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Pass the Mic: Creating a Stage for Change

This podcast is a part of the Tennessee Theatre’s Pass the Mic: Creating a Stage for Change series, providing an opportunity for artists from marginalized and underserved communities to share their art with others. Through podcast episodes, concerts/performances, visual art displays, discussions and panels focusing on important issues, and educational opportunities, artists have the chance to engage with the community. The Tennessee Theatre is proud to provide a space for audiences and artists to better understand one another.

Sep 13, 2023

For this episode of Pass the Mic, we sat down with Nashville-based artist Robbie Lynn Hunsinger. For many years, Robbie Lynn worked as a top notch classical oboist in Atlanta, New York and Chicago. Recently she has become a sought after media and concert artist, a composer, multi-instrumentalist, creative technologist, improviser and educator. 

Robbie Lynn is a pioneer in Western and Eastern oboe, multimedia performance and responsive art installation. She has been an obbligato soloist with the Chicago Symphony and played improvised music duets with Evan Parker. Her list of credits include playing English Horn on the Chicago Symphony’s triple Grammy Winner “The Wooden Prince” with Pierre Boulez and touring France as an Oboe d’ Amore soloist with Robert Shaw’s Choral Institute. She has played with Myra Melford, Ken Vandermark, Tatsu Aoki and Rob Mazurek and was a leader for the “Trio” album with the late Art Ensemble of Chicago and AACM Founder Joseph Jarman which received a 4 Star review in Downbeat. Festival credits include Marlboro Music Festival, Blossom Music Festival, the Chicago Jazz Festival, the Chicago World Music Festival and SXSW.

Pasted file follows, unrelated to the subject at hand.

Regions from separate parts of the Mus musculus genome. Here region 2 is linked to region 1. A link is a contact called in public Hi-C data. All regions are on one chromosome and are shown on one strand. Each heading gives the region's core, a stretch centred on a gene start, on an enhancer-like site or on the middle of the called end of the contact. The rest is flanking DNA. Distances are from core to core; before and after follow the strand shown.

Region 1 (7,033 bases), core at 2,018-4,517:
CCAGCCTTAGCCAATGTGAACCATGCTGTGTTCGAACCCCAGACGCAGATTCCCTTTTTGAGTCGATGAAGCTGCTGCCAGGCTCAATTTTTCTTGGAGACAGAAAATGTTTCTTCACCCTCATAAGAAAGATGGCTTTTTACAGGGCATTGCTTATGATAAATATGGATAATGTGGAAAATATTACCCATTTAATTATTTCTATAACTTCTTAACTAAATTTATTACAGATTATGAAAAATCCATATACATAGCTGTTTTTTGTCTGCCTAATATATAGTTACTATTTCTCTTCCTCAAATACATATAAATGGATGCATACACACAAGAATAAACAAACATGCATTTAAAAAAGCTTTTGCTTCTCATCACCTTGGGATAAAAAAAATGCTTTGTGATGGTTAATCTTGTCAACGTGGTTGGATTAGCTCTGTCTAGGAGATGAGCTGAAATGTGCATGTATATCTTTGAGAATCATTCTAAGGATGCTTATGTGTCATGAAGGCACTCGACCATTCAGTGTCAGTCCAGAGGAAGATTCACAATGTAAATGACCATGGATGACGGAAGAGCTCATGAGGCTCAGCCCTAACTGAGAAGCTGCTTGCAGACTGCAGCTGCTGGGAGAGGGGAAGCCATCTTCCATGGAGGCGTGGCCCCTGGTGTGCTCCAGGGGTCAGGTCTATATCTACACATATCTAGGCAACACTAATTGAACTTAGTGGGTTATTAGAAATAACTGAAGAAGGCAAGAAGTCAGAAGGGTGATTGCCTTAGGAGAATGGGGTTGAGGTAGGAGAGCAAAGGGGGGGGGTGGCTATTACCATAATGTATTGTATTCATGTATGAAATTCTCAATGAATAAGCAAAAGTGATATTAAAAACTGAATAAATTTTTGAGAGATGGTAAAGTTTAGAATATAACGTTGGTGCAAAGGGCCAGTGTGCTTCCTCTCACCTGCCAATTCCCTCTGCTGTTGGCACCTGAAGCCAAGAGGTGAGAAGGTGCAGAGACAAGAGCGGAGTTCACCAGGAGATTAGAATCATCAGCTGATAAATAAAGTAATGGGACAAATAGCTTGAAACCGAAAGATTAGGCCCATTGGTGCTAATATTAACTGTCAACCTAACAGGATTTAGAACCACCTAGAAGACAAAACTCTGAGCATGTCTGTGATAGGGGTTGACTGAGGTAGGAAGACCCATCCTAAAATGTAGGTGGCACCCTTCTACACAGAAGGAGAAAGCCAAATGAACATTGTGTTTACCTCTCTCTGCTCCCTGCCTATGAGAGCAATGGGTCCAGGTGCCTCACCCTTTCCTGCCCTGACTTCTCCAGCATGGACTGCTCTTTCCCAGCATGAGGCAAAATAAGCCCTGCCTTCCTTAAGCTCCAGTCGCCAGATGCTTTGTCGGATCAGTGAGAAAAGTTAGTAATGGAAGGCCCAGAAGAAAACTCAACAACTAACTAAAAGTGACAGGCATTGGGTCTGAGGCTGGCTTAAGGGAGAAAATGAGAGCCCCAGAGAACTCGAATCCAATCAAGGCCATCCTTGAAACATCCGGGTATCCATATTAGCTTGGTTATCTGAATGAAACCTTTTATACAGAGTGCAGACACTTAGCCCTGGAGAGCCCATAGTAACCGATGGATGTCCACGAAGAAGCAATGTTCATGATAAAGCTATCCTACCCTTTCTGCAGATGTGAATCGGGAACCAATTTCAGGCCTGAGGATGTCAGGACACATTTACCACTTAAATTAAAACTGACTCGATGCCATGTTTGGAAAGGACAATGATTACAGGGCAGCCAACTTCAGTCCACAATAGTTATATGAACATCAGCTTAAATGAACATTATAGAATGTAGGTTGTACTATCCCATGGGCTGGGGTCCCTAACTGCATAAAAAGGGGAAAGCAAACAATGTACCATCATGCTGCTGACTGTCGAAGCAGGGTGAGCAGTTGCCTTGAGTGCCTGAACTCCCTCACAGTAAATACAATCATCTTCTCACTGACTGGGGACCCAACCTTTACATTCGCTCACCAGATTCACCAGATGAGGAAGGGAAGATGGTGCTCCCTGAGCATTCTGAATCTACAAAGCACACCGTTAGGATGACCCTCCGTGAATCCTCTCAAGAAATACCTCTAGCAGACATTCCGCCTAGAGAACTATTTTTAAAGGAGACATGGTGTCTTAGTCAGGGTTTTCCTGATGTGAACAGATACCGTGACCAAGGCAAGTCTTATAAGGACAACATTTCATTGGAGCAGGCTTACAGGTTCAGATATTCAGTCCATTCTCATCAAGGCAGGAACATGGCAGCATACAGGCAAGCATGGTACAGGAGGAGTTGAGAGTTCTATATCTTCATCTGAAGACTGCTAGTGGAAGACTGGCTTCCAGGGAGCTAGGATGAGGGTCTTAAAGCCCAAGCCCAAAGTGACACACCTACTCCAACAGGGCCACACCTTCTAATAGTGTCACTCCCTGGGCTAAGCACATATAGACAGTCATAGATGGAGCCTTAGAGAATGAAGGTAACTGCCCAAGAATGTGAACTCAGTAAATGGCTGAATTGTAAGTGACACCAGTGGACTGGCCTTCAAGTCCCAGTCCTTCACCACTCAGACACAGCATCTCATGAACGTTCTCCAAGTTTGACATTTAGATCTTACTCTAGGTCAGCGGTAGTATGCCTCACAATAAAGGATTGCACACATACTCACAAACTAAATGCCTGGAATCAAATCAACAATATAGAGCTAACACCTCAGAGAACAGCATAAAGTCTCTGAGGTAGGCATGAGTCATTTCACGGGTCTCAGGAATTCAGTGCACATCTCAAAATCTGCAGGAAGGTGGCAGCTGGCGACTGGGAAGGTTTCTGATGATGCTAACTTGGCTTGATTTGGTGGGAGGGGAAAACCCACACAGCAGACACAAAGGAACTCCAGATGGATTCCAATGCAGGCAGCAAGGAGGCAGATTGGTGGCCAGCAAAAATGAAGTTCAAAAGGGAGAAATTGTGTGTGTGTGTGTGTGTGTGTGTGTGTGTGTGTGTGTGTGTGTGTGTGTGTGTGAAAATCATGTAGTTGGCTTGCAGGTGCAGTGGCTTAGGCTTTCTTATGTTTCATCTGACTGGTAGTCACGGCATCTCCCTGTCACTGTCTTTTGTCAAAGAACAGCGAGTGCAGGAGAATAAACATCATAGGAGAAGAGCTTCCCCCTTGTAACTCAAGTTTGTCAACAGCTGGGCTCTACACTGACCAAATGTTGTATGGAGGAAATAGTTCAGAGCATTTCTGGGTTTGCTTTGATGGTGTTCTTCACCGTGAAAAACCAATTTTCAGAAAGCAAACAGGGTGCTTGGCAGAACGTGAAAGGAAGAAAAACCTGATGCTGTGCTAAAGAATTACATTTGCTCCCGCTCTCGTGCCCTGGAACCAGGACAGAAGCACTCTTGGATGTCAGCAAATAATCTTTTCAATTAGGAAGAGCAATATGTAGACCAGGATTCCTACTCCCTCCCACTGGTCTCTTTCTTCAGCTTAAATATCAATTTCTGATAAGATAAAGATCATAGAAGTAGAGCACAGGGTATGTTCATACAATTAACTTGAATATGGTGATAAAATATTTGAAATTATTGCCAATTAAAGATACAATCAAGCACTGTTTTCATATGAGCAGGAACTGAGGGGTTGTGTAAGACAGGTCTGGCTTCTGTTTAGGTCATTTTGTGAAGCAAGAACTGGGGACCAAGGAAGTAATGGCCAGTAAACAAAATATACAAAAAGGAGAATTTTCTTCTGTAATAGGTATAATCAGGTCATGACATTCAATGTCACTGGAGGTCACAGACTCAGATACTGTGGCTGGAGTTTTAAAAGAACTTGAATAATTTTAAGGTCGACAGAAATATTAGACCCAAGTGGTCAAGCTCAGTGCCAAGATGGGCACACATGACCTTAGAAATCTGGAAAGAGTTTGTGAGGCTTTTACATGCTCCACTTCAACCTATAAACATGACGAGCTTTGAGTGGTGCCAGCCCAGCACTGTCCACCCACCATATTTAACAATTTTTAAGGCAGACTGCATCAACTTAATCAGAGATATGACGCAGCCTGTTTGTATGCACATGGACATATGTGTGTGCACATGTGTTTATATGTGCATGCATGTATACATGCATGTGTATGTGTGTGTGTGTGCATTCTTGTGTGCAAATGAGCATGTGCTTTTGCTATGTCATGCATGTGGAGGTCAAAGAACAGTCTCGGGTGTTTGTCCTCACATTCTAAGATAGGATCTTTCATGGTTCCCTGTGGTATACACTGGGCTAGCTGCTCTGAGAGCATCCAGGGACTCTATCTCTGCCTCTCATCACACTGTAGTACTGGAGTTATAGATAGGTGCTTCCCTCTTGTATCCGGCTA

Her interactive installations have been funded by Metro Arts and the NEA and exhibits include the Frist Art Museum, ISEA Chicago, Chicago's Thomas Blackman Gallery and Chicago's Museum of Contemporary Art. She collaborated with Montreal’s Daily Tous Les Jour on their interactive light and sound installation which just opened at Nashville’s Mill Ridge Park and she regularly gives presentations and masterclasses on creative technologies. Unlike many performers, she uses her own imagery, writes her own code and solders her own circuits.

She is a proud member of the LGBTQ community and a powerful environmental and conservation activist. She founded the now famous Chicago Bird Collision Monitors program, one of the largest and most effective hands on conservation efforts for migratory birds and recently led a successful charge to Save Ivy Drive in Nashville from cluster lots.

In this conversation, we talk about adapting to physical challenges and embracing new approaches to performing, finding community through environmental and wildlife activism, the impacts of discrimination toward the LGBTQ community in Tennessee, and the importance of self-expression and creative play.